Mighty mite breeder sets up shop in Klamath Falls

| Print |  Email
Monday, October 01, 2007

KLAMATH FALLS Spider mites can wreak havoc on crops, wiping out millions of dollars in agricultural income one tiny bite at a time.

Which is why Skip Maltby, a former aerospace engineer from Southern California, got into the predator-mite business.  

“They’re really green and they’re more effective than pesticides,” Maltby says of the seven varieties of predator mites — all with a voracious appetite for spider mites — that he raises in greenhouses and sells by the shaker-full to farmers.

Problem was, because the predator mite breeding brothel needed to be kept at a balmy 90 degrees at all times, Maltby was getting stuck with sky-high propane bills.

Enter Tracy Liskey. The Klamath Falls-area farmer was already leasing out his geothermal well-heated greenhouses to other entrepreneurs (one fine-tuning a biodiesel still, the other tending  pools of tropical fish). A cheap, 90-degree greenhouse was no sweat at Liskey Farms.

“The Climate Trust had never worked with something so unique.”

TREY SENN
KLAMATH COUNTY ECONOMIC
DEVELOPMENT ASSOCIATION

So when Maltby started poking around for the cash he needed to start a Klamath operation, he met Trey Senn, executive director of the Klamath County Economic Development Association, who was carefully tending his Sustainable Klamath project — a push to market the region as the place to do green business. He saw potential in Maltby’s company, Biotactics, and quickly got him in touch with The Climate Trust.

The Portland-based Climate Trust, a nonprofit battling global warming, had money to invest in emissions-reduction projects. They crunched the numbers and figured Biotactics’ use of geothermal energy would keep 25,000 metric tons of greenhouse gases out of the atmosphere.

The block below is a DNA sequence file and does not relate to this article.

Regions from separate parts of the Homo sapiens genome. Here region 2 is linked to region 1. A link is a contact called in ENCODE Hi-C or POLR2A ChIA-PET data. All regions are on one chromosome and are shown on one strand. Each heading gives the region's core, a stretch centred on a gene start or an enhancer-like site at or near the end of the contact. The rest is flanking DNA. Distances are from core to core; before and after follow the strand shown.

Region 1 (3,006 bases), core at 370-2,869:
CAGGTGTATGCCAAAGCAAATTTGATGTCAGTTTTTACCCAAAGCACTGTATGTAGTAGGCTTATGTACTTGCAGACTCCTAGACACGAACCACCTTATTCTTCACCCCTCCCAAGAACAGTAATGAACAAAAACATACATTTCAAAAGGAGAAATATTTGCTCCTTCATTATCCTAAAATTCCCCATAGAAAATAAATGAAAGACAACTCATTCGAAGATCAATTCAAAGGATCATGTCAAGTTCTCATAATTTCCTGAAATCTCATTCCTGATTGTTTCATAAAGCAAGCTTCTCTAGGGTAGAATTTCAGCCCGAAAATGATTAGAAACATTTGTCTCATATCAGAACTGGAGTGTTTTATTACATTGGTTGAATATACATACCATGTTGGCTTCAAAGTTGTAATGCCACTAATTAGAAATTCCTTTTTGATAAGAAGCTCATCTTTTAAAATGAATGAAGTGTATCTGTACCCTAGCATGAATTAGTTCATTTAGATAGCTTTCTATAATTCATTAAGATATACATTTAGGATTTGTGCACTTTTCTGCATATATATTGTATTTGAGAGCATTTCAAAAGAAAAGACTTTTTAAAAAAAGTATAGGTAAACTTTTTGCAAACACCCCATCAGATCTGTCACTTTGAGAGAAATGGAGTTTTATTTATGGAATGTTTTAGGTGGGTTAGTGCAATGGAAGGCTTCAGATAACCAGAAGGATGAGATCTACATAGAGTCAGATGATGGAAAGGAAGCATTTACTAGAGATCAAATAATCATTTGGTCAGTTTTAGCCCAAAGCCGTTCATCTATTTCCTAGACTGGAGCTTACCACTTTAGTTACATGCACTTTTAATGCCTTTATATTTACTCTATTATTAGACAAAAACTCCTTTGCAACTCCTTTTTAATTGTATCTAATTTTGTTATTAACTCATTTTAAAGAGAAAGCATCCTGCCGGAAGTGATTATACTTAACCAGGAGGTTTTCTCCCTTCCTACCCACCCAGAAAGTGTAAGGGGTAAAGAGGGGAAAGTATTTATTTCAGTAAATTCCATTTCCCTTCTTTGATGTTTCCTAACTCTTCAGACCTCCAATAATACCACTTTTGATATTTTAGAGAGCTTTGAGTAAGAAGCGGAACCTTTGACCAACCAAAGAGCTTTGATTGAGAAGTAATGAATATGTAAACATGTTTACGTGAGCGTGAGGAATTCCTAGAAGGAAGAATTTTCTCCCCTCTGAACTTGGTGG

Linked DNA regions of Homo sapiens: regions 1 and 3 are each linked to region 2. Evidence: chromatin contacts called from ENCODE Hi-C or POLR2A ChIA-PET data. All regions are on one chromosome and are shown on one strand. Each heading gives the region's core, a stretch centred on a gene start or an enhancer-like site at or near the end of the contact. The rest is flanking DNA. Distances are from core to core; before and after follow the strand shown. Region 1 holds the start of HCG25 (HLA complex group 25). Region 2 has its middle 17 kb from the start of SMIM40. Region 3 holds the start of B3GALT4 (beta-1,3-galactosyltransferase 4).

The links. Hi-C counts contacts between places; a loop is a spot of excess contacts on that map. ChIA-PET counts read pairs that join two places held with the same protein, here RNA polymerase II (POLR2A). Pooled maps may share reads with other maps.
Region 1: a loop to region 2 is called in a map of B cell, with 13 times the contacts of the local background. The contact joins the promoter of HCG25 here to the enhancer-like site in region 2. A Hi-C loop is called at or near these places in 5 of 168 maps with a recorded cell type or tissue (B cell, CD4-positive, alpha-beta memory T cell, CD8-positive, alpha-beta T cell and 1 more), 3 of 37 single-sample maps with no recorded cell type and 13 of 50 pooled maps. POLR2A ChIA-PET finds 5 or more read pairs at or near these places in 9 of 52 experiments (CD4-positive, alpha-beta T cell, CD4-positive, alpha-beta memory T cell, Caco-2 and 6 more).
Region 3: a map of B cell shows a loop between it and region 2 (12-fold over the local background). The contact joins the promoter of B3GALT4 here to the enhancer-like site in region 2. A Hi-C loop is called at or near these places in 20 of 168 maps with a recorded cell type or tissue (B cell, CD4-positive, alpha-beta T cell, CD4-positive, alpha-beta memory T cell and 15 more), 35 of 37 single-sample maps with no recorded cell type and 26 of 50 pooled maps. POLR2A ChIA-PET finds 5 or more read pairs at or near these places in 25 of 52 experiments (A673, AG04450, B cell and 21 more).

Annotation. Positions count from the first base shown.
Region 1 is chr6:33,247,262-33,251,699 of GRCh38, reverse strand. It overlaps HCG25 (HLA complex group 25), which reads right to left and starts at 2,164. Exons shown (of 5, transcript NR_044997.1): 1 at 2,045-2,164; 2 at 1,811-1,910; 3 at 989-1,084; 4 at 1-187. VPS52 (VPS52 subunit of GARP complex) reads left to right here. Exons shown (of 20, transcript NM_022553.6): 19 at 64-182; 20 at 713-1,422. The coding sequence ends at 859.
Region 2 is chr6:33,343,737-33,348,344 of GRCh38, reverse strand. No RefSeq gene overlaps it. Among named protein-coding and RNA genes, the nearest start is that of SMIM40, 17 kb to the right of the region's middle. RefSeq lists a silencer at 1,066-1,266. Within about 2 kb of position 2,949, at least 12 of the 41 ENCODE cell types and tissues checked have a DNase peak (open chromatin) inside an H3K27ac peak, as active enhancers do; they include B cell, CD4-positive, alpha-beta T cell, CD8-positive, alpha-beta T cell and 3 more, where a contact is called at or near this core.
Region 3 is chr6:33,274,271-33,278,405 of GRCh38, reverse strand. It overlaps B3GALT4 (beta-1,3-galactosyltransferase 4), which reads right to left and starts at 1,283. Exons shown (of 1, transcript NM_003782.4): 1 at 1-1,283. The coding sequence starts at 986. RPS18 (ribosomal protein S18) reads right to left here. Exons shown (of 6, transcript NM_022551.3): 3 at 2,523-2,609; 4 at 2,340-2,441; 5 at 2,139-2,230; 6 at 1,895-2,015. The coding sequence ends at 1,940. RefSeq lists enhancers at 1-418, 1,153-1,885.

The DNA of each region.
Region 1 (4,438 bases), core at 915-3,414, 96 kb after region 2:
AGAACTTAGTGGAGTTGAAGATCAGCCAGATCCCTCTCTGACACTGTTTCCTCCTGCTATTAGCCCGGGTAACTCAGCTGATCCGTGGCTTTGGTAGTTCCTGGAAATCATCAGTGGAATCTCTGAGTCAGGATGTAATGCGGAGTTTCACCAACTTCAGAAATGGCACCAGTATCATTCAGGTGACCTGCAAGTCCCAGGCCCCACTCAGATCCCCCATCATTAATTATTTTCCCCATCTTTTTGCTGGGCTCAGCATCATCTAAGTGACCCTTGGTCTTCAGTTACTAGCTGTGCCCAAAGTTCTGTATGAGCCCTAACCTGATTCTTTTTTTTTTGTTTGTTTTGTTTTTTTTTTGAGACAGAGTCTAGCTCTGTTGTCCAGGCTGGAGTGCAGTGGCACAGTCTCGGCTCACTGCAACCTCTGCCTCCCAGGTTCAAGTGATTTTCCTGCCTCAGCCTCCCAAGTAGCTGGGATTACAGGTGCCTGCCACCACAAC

The trust wrote the first check for $130,000, and other agencies ponied up. Maltby, his move-in costs covered, is busily breeding.

CHRISTINA WILLIAMS


Have an opinion? E-mail This e-mail address is being protected from spambots. You need JavaScript enabled to view it

 

More Articles

Closing the Gap: The two Oregons and the way forward

February 2015
Monday, January 26, 2015
BY JOE CORTRIGHT

"Nostalgia is not an economic strategy."


Read more...

Light Moves

February 2015
Monday, January 26, 2015
BY JACOB PALMER

Fittingly, Light at Play — a business whose sole purpose is to create mesmerizing ambience — was conceived at Burning Man.


Read more...

Corner Office: Timothy Mitchell

January-Powerbook 2015
Saturday, December 13, 2014

A look-in on the life of Norris & Stevens' president, plus an abridged Powerlist for the best commercial real estate firms.


Read more...

A legislative preview — and celebration

News
Friday, January 23, 2015
012315-speaker-thumbBY LINDA BAKER | OB EDITOR

The Northwest Environmental Business Council previews the 2015 legislative agenda as Hatch Oregon celebrates Oregon's new community crowdfunding rules.


Read more...

The Human Factor

February 2015
Monday, January 26, 2015
BY BRIAN LIBBY

Matt French opens up South Waterfront.


Read more...

See How They Run

January-Powerbook 2015
Friday, December 12, 2014
BY LINDA BAKER

Studying ground-running birds, a group that ranks among nature's speediest and most agile bipedal runners, to build a faster robot.


Read more...

7 industry trends of 2015

The Latest
Friday, January 09, 2015
covertrends15-thumbBY JACOB PALMER | OB DIGITAL NEWS EDITOR

Industry groups identify top trends for 2015.


Read more...
Oregon Business magazinetitle-sponsored-links-02
SPONSORED LINKS